I had the pleasure to attend and represent TopQuadrant at the recent Enterprise Data World 2015 Conference (EDW) in Washington, DC. TopQuadrant was a Silver Sponsor, exhibitor and gave this talk.

Despite a few challenges with the venue (there was ongoing construction noise at the hotel–but, as a compensating factor, the food was really great!), it was an exciting and informative event. I had the opportunity to listen to presentations from and talk one-on-one with many knowledgeable practitioners who had stories of success but also especially outlined ongoing and new complex challenges for which they (as everyone at the conference) were eager to know about new solution approaches and technologies. Among all the talks and the data-related discussions at EDW this year, information governance clearly stood out to me as an area demanding and getting increased attention.

The need for more attention is driven by the proliferation of complex, diverse data from multiple sources that is making governance harder to achieve. Additionally, more and more data is coming from external sources, making it even more important to keep track of who created it, how often it changes and what the policies are for using it. At the same time, the growing business reliance on data and analytics and the need for increasingly rapid, agile development of corresponding business applications creates demands on systems to deliver more data faster, whether it is well governed or not. This results in many opportunities for data to be used incorrectly, often leading to critical errors in business reporting, compliance and other key data-centric business functions.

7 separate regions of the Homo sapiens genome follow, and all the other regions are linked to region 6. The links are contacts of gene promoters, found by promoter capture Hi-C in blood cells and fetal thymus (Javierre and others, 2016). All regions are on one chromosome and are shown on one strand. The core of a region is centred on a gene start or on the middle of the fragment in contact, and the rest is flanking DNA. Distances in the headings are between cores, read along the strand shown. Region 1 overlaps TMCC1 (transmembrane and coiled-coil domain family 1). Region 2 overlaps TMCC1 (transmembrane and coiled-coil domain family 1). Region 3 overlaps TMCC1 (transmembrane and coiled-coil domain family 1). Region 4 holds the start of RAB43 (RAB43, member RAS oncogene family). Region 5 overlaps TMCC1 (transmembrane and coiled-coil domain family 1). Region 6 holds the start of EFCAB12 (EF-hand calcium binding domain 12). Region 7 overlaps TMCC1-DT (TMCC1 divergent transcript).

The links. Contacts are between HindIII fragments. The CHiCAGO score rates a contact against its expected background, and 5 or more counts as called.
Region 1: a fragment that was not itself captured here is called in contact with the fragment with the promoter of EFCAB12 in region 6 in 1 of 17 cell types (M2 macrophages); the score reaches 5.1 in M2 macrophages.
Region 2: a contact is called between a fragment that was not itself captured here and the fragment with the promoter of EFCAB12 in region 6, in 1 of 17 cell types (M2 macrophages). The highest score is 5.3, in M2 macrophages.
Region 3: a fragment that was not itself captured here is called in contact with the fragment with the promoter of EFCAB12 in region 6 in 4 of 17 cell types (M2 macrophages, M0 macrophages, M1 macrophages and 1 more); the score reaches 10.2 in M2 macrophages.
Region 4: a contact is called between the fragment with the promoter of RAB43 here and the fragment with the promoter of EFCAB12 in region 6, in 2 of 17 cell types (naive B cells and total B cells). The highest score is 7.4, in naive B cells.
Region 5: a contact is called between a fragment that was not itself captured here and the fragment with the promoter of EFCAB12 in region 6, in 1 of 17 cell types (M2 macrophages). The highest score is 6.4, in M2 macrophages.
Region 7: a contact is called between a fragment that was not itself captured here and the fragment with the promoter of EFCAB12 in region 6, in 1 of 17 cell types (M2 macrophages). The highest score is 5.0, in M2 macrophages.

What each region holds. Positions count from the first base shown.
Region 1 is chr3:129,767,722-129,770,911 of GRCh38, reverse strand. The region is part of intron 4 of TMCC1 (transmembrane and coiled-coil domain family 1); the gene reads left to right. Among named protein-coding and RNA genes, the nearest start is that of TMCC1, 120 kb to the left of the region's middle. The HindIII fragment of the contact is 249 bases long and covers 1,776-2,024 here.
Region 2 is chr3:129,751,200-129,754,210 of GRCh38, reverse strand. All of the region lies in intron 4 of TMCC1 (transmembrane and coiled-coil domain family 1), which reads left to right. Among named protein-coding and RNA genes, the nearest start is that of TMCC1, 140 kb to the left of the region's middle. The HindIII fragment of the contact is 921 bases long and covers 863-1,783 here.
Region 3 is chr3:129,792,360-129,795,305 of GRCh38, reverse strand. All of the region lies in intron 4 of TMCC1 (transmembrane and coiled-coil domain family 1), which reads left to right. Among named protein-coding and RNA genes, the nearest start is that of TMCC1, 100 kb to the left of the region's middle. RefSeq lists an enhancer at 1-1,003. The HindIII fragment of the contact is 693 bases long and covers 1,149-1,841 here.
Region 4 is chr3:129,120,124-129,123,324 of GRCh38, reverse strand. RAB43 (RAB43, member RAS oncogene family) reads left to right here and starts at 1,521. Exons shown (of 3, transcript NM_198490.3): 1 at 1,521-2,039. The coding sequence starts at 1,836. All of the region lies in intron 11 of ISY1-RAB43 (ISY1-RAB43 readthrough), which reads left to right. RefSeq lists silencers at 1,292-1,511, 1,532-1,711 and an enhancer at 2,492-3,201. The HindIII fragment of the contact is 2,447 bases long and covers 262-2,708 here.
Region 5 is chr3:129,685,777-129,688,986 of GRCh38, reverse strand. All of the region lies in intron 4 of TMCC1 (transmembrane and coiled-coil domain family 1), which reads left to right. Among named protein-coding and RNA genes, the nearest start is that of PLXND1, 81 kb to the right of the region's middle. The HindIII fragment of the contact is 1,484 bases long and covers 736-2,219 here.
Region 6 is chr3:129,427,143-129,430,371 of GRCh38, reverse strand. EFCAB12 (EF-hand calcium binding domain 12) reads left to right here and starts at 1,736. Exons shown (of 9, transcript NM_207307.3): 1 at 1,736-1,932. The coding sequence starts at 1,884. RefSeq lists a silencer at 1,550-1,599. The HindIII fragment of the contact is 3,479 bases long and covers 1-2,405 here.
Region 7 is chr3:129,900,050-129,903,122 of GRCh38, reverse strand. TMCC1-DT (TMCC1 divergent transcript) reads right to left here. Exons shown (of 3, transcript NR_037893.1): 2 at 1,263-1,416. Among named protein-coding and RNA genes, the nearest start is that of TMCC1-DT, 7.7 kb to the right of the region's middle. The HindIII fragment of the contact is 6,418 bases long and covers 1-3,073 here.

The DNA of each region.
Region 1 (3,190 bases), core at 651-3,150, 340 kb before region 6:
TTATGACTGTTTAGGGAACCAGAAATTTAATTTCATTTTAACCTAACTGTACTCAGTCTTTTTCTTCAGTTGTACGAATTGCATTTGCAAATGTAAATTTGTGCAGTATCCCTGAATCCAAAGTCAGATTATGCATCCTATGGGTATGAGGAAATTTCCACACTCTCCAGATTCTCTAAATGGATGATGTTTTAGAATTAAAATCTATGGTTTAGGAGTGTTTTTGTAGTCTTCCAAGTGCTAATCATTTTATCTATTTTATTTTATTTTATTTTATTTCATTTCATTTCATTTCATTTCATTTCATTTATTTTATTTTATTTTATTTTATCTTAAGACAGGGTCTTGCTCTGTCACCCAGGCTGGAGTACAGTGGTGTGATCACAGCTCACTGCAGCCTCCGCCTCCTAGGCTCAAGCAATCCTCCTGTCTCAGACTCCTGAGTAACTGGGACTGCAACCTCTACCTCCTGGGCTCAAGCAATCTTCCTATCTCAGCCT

In its predictions for 2015, Gartner comments that “The rise of data discovery, access to multi-structured data, data preparation tools and smart capabilities will further democratize access to analytics and stress the need for governance.”

A number of talks at EDW pointed out that the governance of reference data is increasingly seen as an ideal place to start or improve an organization’s data governance program. The reasons are simple: